Discover Dallas provides fun, informative bus tours led by local guides who highlight the city's main attractions. City explorers have the option of starting their experience at 2:30 p.m. with a helping of hot apple cider at Patrizio Restaurant in historical Highland Park Village. During the excursion, which runs from 3 p.m. to 5 p.m., guests can busy their eyes with the spectacular Christmas lights and seasonal décor of Highland Park, Uptown, the West End, and downtown, where a 30-minute stop lets riders disembark to explore the Arts District. As the trip progresses, the onboard holiday tunes sing good tidings to your ears as cookies enchant your stomach with visions of even more cookies.
Voted one of Guidespot's Best Dallas Wine Bars, Chateau Wine Market & Bodega Bar employs discerning palates to collect a multitudinous variety of quality libations from around the world. At each monthly tasting, Chateau opens up to 20 different wines from their vast selection, selecting bottles that retail from $20 to more than $150. Each fair takes place during a late-month Saturday afternoon from 2 p.m.–6 p.m., and the wine-curious are free to come and go as they please, fitting a tasting in between errands or saving the world from spandexed supervillians.
Food Tours of America pairs local cuisine with hefty servings of history. Spinning anecdotes and engaging tales, guides lead walking tours that let groups sample Dallas's eclectic culture firsthand. The trips wind through Uptown locales such as West Village and State Thomas Historic District, home to structures dating to the 1880s Victorian period. Along the way, groups pause to sample cuisine from restaurants such as Primo’s Tex-Mex Grille, Bread Winners Cafe, Bailey’s Uptown Inn, Baboush, I Fratelli, Red Mango, and Ketchup Burger Bar. Food Tours of America's staffers also incorporate tours into private events, such as birthday parties and birthday-party reenactments.
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Wayne Standefer, the head pilot at Balloon Adventures, is well versed in Dallas-area scenery and topography, knowledge that helps him regale passengers with information during flights. The adventure begins as the aircraft is brought to life before your eyes. Once his balloon reaches its full height—more than 10 stories—Standefer invites you inside the tightly woven wicker basket to soar above rooftops and trees and dip low over fields and rivers. Total flight time is usually around an hour, though the whole experience can take three times as long from start to finish.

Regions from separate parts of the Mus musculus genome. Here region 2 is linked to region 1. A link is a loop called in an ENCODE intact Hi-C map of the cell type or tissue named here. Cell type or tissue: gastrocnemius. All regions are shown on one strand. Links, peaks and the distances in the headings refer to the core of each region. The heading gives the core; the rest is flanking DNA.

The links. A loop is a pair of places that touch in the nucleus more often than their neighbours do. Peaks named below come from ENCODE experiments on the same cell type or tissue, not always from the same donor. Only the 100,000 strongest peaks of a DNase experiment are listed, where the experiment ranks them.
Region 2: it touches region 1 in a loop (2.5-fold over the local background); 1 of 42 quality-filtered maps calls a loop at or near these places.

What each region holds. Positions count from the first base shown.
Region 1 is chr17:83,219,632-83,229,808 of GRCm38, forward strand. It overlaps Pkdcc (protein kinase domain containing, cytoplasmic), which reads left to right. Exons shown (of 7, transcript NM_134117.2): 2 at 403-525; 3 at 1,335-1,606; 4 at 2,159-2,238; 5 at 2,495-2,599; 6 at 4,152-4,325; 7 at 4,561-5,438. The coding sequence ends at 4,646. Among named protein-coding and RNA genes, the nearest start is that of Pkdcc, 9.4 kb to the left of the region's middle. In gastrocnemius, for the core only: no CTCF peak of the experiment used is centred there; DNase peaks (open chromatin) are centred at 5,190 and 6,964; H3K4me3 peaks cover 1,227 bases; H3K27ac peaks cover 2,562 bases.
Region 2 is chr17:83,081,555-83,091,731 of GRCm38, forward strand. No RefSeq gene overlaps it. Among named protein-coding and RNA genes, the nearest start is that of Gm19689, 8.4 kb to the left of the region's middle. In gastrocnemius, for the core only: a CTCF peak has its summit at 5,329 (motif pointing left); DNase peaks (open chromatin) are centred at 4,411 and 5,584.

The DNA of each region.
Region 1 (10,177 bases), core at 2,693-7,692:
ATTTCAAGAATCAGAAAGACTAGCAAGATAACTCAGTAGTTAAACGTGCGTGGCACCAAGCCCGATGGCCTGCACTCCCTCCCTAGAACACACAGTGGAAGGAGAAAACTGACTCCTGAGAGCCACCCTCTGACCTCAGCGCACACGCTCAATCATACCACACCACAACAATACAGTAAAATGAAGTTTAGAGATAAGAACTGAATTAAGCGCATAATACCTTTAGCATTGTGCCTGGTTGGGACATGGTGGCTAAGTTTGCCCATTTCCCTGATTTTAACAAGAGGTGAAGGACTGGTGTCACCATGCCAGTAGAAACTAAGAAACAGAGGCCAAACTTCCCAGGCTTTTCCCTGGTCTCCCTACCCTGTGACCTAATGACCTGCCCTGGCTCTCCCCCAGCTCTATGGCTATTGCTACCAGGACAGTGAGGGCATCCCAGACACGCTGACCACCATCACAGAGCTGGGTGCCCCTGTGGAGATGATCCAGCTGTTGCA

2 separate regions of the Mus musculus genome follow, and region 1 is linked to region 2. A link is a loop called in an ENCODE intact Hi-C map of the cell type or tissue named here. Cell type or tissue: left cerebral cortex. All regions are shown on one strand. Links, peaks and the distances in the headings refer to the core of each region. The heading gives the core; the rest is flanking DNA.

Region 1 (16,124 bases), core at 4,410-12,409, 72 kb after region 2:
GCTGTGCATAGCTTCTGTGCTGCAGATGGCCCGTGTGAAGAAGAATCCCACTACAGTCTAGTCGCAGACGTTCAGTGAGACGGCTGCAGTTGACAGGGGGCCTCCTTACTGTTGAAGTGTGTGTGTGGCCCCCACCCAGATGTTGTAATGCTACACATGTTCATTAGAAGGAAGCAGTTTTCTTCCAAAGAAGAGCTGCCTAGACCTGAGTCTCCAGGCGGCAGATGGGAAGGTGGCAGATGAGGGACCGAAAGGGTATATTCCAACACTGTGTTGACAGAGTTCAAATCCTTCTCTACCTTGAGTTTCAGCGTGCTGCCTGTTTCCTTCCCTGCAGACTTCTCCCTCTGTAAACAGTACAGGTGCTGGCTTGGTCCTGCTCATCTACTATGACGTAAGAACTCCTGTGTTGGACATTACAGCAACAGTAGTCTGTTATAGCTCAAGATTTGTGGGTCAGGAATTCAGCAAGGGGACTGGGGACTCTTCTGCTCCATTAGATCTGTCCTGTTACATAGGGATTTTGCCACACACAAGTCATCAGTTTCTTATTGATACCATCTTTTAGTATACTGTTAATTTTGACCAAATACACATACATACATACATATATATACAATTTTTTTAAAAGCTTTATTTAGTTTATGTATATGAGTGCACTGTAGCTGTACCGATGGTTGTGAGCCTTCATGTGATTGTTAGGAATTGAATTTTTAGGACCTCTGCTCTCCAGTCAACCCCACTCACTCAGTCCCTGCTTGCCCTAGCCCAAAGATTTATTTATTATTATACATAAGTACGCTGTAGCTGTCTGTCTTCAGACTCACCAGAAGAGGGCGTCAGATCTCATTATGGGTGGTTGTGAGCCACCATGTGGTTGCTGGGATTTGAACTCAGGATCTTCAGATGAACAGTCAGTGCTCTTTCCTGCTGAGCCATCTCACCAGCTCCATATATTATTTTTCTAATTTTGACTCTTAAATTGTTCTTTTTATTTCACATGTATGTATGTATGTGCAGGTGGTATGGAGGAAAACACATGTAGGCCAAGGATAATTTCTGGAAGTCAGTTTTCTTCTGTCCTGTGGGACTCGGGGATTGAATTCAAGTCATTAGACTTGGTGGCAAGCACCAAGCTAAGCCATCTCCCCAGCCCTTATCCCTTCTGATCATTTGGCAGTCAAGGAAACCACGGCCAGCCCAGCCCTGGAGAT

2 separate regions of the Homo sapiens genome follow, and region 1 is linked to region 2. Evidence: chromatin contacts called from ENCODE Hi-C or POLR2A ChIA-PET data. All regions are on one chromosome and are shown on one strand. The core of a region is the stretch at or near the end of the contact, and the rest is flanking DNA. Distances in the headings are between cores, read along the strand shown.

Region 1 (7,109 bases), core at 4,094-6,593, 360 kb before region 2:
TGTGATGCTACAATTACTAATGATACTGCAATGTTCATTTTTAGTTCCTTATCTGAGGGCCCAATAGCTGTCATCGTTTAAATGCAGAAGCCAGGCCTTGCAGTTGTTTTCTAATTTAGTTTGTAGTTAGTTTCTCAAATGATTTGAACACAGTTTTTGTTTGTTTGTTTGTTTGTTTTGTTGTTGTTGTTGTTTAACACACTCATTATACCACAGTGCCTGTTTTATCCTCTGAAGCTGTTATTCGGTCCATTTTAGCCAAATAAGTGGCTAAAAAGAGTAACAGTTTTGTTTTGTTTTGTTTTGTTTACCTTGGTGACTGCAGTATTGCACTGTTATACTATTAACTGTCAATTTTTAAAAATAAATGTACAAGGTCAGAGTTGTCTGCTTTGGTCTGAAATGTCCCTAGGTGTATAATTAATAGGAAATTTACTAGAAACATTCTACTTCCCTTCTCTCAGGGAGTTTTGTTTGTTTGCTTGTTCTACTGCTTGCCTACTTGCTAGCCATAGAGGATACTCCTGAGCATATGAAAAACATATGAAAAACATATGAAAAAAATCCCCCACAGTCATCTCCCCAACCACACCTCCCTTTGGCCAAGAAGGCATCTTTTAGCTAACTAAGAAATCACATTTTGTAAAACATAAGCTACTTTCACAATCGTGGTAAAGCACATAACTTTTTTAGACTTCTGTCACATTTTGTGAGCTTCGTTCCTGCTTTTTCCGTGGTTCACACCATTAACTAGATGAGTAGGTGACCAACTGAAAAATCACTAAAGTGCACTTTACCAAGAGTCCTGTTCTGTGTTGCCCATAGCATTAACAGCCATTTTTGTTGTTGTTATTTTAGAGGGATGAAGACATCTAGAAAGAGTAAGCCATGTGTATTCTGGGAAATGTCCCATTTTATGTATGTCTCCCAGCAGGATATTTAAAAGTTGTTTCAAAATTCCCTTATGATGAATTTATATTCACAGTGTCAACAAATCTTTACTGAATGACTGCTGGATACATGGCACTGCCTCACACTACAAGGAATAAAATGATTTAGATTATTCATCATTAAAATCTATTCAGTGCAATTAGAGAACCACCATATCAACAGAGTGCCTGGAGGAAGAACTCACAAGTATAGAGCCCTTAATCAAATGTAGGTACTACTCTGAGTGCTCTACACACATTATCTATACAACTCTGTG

Balloon Adventures also charters its services for weddings, arranges surprise flights for special occasions, and offers instruction in specific tasks such as rigging the balloon, navigating in-flight, and shooing away flocks of paper airplanes. In addition, the company participates in hot-air-balloon festivals, where clouds of bright purple, orange, and yellow balloons fill the daytime sky or illuminate the festival grounds at night.
Before John Lintner began leading jogging tours past the sculpture garden at the Dallas Museum of Art and the gothic splendor of the Cathedral Shrine of the Virgin of Guadalupe, he was bustling with tour groups along the Mississippi River bluffs in Memphis. Aside from being an invigorating workout, running is his favorite way to charge into a new city’s atmosphere and history. So when he moved to Dallas, it was only natural that he’d keep his stride and offer tours of his new home.
As John sees it, his style of “sight-jogging” offers several advantages over bus, walking, or swimming tours. The expeditions get people off "the boring treadmill" and help them keep up their exercise routine on vacation so that later they can "enjoy [a] steak or tex-mex without the guilt." During the tour, John's interesting facts and offbeat anecdotes about the Deep Ellum neighborhood and Dealey Plaza keep the mind energized during 4- or 6-mile runs. The storytelling is crucial: "Without his narration, I couldn't make it past mile three," a Washington Post reporter confessed after attending a pair of John’s Memphis runs.
John describes the pace of his sight-jogs as "laid-back, not push, push, push”; they accommodate most skill and fitness levels. That’s partly because he himself hasn't always been a runner. Though he's now a seven-time marathon finisher, it was only a few years ago that he began running as part of a battle against a substance addiction he picked up in a stressful nursing job. It allowed me to channel my anger into something awesome,” he told Runner's World, who profiled his turnaround. If anything, he says, running has become even more essential to his life today: it’s "a way of life, a philosophy . . . It's very real. I sweat, and I feel it, and I love it."
CitySolve lets citizens explore their metropolis through a one-day odyssey that tests speed, stamina, and smarts. Teams scamper through their burb as they solve clues ranging from anagrams and pop-culture trivia to deciphering graffiti written in pig Latin. Interspersed throughout the race are mettle-testing physical challenges, molding iron wills to such tasks as dodgeball, improv comedy games, or identifying ice-cream flavors. Each day's race also awards winners for best costumes and best tweet. Each urban iditarod takes between two to three hours, and jet packs are strictly prohibited.